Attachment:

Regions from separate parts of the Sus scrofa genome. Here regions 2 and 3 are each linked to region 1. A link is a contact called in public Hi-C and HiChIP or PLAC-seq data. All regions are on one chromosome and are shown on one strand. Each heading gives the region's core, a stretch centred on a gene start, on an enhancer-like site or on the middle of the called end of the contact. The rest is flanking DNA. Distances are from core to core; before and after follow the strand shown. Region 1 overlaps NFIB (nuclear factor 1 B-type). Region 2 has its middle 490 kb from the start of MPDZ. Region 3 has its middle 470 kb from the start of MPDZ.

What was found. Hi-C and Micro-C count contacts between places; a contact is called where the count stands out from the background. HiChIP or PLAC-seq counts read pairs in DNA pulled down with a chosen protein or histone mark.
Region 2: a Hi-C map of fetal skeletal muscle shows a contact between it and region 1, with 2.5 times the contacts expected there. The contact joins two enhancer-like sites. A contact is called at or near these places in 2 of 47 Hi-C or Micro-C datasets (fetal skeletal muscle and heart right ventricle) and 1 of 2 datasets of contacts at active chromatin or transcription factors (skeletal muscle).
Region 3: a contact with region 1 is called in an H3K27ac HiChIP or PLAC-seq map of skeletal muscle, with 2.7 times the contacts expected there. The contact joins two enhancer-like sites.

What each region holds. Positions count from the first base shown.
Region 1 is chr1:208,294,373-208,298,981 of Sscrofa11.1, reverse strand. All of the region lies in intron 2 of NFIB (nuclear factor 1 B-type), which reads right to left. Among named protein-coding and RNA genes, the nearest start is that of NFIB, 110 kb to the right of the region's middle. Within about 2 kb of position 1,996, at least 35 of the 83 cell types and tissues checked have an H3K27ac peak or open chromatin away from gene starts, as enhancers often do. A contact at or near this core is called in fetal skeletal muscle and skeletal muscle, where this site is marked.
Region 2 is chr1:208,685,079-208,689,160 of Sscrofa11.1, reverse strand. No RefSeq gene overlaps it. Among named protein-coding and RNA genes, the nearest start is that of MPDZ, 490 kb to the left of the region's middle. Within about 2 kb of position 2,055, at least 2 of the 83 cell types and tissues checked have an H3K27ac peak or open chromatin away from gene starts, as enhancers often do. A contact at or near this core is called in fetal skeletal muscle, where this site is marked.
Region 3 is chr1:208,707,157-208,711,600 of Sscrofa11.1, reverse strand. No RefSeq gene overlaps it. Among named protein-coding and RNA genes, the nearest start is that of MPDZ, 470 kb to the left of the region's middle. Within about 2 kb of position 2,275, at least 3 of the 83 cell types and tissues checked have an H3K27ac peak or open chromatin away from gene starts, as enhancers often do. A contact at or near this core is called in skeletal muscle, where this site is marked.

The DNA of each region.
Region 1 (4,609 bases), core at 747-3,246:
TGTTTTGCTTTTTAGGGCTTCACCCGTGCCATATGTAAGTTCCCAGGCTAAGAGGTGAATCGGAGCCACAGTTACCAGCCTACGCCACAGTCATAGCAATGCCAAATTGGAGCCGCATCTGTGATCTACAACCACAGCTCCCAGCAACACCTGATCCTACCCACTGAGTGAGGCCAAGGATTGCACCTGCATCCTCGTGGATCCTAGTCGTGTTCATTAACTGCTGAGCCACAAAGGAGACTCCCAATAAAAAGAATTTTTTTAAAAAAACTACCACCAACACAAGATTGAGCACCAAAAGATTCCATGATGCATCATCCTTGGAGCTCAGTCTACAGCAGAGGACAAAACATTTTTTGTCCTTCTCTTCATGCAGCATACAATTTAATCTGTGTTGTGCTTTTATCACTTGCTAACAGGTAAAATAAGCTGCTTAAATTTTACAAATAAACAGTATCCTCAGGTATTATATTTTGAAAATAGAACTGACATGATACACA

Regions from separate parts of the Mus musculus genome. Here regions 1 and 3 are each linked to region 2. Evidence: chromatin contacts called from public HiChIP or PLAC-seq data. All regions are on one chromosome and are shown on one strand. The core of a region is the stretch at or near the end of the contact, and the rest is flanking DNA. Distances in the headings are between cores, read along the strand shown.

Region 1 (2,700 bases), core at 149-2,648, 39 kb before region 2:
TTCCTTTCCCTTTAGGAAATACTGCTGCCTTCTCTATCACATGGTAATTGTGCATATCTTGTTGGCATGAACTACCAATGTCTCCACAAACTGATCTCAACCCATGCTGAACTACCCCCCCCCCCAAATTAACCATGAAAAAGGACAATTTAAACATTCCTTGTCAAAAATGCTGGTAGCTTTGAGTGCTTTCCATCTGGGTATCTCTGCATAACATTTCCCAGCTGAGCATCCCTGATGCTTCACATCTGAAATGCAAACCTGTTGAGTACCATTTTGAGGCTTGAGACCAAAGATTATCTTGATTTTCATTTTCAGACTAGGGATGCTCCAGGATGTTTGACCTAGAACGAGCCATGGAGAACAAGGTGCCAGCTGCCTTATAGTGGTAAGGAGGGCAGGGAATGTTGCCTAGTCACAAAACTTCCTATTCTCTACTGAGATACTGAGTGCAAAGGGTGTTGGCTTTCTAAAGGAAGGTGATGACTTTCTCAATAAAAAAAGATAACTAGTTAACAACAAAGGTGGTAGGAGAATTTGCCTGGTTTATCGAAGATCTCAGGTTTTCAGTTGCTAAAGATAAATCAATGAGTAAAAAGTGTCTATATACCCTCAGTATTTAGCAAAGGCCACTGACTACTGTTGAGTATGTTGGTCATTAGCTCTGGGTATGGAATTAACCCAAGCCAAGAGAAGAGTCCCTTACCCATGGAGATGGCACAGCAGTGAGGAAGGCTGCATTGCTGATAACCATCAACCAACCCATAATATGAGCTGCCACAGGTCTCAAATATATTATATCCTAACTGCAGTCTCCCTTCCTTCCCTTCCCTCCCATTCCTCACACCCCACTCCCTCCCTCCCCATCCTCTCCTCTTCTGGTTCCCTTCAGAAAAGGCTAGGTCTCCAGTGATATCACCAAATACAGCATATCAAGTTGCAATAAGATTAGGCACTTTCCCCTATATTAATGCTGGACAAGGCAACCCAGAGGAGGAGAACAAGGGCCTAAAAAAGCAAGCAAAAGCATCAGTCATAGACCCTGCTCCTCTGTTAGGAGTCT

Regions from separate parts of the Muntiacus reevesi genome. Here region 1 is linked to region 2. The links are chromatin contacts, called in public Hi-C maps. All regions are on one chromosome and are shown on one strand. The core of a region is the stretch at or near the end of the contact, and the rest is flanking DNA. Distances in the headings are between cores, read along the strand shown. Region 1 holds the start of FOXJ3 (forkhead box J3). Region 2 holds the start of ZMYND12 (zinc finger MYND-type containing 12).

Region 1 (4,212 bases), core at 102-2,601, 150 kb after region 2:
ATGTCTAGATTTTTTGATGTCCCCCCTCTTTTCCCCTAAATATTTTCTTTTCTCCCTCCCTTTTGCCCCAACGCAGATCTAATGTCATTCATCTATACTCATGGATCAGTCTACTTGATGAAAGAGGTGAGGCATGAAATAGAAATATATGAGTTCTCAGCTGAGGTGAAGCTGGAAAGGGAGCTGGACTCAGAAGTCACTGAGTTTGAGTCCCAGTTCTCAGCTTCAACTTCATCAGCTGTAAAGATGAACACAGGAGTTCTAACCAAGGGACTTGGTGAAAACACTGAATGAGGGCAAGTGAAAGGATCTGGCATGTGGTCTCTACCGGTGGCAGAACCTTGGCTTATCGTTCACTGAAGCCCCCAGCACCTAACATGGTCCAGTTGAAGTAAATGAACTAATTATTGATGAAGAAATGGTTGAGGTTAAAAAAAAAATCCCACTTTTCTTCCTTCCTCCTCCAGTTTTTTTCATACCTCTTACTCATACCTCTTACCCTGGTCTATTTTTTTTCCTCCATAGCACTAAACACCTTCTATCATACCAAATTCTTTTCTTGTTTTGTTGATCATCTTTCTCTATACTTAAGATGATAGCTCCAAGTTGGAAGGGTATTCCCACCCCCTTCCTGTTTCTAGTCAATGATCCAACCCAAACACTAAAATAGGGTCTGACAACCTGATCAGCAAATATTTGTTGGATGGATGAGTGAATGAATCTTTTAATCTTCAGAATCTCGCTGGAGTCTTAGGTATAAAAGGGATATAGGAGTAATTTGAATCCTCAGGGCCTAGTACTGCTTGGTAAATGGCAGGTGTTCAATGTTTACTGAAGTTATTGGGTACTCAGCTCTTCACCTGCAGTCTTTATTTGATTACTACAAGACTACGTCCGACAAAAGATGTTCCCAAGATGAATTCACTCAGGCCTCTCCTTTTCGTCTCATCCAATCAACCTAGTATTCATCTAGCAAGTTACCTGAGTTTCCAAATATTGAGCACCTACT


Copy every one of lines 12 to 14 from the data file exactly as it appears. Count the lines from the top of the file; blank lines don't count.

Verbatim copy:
Regions from separate parts of the Mus musculus genome. Here regions 1 and 3 are each linked to region 2. Evidence: chromatin contacts called from public HiChIP or PLAC-seq data. All regions are on one chromosome and are shown on one strand. The core of a region is the stretch at or near the end of the contact, and the rest is flanking DNA. Distances in the headings are between cores, read along the strand shown.

Region 1 (2,700 bases), core at 149-2,648, 39 kb before region 2:
TTCCTTTCCCTTTAGGAAATACTGCTGCCTTCTCTATCACATGGTAATTGTGCATATCTTGTTGGCATGAACTACCAATGTCTCCACAAACTGATCTCAACCCATGCTGAACTACCCCCCCCCCCAAATTAACCATGAAAAAGGACAATTTAAACATTCCTTGTCAAAAATGCTGGTAGCTTTGAGTGCTTTCCATCTGGGTATCTCTGCATAACATTTCCCAGCTGAGCATCCCTGATGCTTCACATCTGAAATGCAAACCTGTTGAGTACCATTTTGAGGCTTGAGACCAAAGATTATCTTGATTTTCATTTTCAGACTAGGGATGCTCCAGGATGTTTGACCTAGAACGAGCCATGGAGAACAAGGTGCCAGCTGCCTTATAGTGGTAAGGAGGGCAGGGAATGTTGCCTAGTCACAAAACTTCCTATTCTCTACTGAGATACTGAGTGCAAAGGGTGTTGGCTTTCTAAAGGAAGGTGATGACTTTCTCAATAAAAAAAGATAACTAGTTAACAACAAAGGTGGTAGGAGAATTTGCCTGGTTTATCGAAGATCTCAGGTTTTCAGTTGCTAAAGATAAATCAATGAGTAAAAAGTGTCTATATACCCTCAGTATTTAGCAAAGGCCACTGACTACTGTTGAGTATGTTGGTCATTAGCTCTGGGTATGGAATTAACCCAAGCCAAGAGAAGAGTCCCTTACCCATGGAGATGGCACAGCAGTGAGGAAGGCTGCATTGCTGATAACCATCAACCAACCCATAATATGAGCTGCCACAGGTCTCAAATATATTATATCCTAACTGCAGTCTCCCTTCCTTCCCTTCCCTCCCATTCCTCACACCCCACTCCCTCCCTCCCCATCCTCTCCTCTTCTGGTTCCCTTCAGAAAAGGCTAGGTCTCCAGTGATATCACCAAATACAGCATATCAAGTTGCAATAAGATTAGGCACTTTCCCCTATATTAATGCTGGACAAGGCAACCCAGAGGAGGAGAACAAGGGCCTAAAAAAGCAAGCAAAAGCATCAGTCATAGACCCTGCTCCTCTGTTAGGAGTCT